This morning, the Cincinnati Reds announced a new plan to die a thousand deaths, and acquiesce to Aroldis Chapman's wish to return to the closer role. The decision was met with a sabermetric shrug of the shoulders. The collective feeling on Twitter: sure, Chapman's more valuable in the rotation, and sure, the Reds are already paying Jonathan Broxton $7 million dollars a season. But it's not that big a difference, and the Reds are in contention in the NL Central. Besides, Chapman is wonderful at pitching. Why mess with success?
I don't agree with this logic, but I understand it. Theo Epstein faced a similar situation in his first season as general manager of the Boston Red Sox in 2003. The wunderkind, armed with reams of statistical evidence, bucked traditional thinking and fan opinion by instituting a closer-by-committee. It lasted six months before falling victim to small sample size in the ALCS; Keith Foulke was brought in to close through free agency the following year, the Red Sox did okay in 2004, and the Old Ways were upheld. It's hard to argue with success, no matter how tangentially success and ideas are related.
The Seattle Mariners face no such dilemmas in their upcoming season. With the majority of the franchise's future still honing its collective skill thirty miles south, and placeholders like Jon Garland and Joe Saunders holding seats warm, it's apparent that 2013 can charitably be described as a transitional year. That's why it's a shame that the Mariners are such a conservatively-run franchise. This is the perfect year to try something new.
Already we've learned that the Mariners will forgo the long-sought-after six-man bullpen, a concept that might have saved the team the trouble of cutting Casper Wells or watching Raul Ibanez strap on catching gear. But even beyond the immediate concerns, there's a fundamental appeal in having a franchise that is organic, inventive, and daring. Rather than listening to the same hoary clichés of out-hustling and out-gritting twenty-nine other teams, the same strategy employed by 99% of teams throughout baseball history, imagine a team that marshals its resources, works the system, zigs when everyone else zags. Imagine a baseball equivalent of the Seattle Seahawks.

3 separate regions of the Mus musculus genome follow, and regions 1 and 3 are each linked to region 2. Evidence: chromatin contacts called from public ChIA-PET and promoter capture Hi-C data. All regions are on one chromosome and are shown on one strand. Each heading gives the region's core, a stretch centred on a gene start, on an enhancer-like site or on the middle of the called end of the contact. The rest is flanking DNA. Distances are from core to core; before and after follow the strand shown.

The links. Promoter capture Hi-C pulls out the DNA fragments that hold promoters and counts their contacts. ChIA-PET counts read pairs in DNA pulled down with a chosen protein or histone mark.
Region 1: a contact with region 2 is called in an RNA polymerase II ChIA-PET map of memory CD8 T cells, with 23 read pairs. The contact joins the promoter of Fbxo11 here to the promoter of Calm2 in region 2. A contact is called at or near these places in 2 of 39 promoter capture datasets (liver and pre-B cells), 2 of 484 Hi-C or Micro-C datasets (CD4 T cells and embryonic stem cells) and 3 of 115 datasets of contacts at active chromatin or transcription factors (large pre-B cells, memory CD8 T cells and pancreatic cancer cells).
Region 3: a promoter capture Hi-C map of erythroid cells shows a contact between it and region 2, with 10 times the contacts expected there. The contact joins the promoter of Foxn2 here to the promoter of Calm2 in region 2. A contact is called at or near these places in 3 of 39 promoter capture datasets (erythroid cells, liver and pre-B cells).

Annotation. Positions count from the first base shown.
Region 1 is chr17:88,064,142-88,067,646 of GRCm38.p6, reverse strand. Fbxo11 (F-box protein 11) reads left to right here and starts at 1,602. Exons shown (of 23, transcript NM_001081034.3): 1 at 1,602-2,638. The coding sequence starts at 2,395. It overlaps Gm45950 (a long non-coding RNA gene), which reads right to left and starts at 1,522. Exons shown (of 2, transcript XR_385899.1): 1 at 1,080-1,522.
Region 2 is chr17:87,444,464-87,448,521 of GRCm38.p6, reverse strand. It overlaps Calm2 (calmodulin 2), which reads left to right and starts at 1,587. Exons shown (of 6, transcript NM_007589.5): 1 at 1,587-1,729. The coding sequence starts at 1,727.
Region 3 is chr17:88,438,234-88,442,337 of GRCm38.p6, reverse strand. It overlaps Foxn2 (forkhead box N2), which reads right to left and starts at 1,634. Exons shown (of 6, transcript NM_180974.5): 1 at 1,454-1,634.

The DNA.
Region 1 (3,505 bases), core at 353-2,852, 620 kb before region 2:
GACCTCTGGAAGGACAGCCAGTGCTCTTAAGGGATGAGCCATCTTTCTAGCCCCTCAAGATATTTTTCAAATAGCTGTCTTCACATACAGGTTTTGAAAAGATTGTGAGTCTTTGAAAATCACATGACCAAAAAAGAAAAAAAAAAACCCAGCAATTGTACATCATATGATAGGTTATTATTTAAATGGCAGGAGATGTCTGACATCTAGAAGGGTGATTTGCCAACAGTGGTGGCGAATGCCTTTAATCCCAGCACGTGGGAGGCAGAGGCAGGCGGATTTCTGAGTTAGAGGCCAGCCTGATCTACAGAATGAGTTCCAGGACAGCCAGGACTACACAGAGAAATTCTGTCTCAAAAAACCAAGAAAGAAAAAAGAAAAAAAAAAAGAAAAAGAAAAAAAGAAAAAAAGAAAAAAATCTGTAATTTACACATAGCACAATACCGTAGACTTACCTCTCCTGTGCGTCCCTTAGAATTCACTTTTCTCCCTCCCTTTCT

The two Seattle franchises couldn't look any more different at the moment. Pete Carroll and the Seahawks leadership do unpopular and seemingly incomprehensible things: they create hybrid defenses that can't possibly work, and draft players Mel Kiper, Jr. wouldn't approve of. They adapt to market inefficiencies, paying cheaply for what other franchises don't want or appreciate. They draft undersized quarterbacks. And it's working.
The Mariners, meanwhile, are infatuated with playing "the right way", never realizing that good teams make their own right way. But there are experiments out there to be made, each with their supporters. One example is the Colorado Rockies, an equally forlorn franchise, considered employing a four-man "piggyback" rotation in 2013, in which each starter will be asked to go 50-75 pitches, and then have a designated second starter take over and go as deep into the game as possible. It's a fascinating and inventive tactic, one that fits well with the team's strengths (excess quantity) and weaknesses (lack of quality). It's a shame that they inevitably scrapped the idea.
Given the lingering specter of Blake Beaven, starting pitcher, now seems like the ideal time to institute a four-man rotation in Seattle. It's not a new idea; Rany Jazayerli wrote about its benefits for Baseball Prospectus ten years ago. But even if such a change strikes you as too dramatic, or the if the murmurs of Felix's elbow post-extension makes you faint, there are other novelties. What if Wedge were to ranking the batting order by OBP, or try a two-inning closer, or call a moratorium on sacrifice bunts? And given that such a thing is patently impossible, why not bring in a manager who might consider it?
There's no guarantee that a radical departure would actually work: four-man rotations and ground/fly platoons have been tried before and failed, usually because the teams in question couldn't afford to fail. Perhaps Chone Figgins's greatest crime against Seattle, among his many, was that he killed the last truly interesting strategy the Mariners have tried: the speed-and-defense based roster of 2010. Though the value of defense is still in debate, Jack Zduriencik was on target with regards to the increasing importance of the stolen base in today's run-dampened environment. It's a shame the results obscured the value of the process.
The optimism of 2010 has vanished, and this year's M's are in the unique position of being perfectly able to afford to fail. If they do, at least the fans will have something interesting to monitor in the latter months. And if they find some small advantage in roster construction, that just makes 2014 all the more exciting.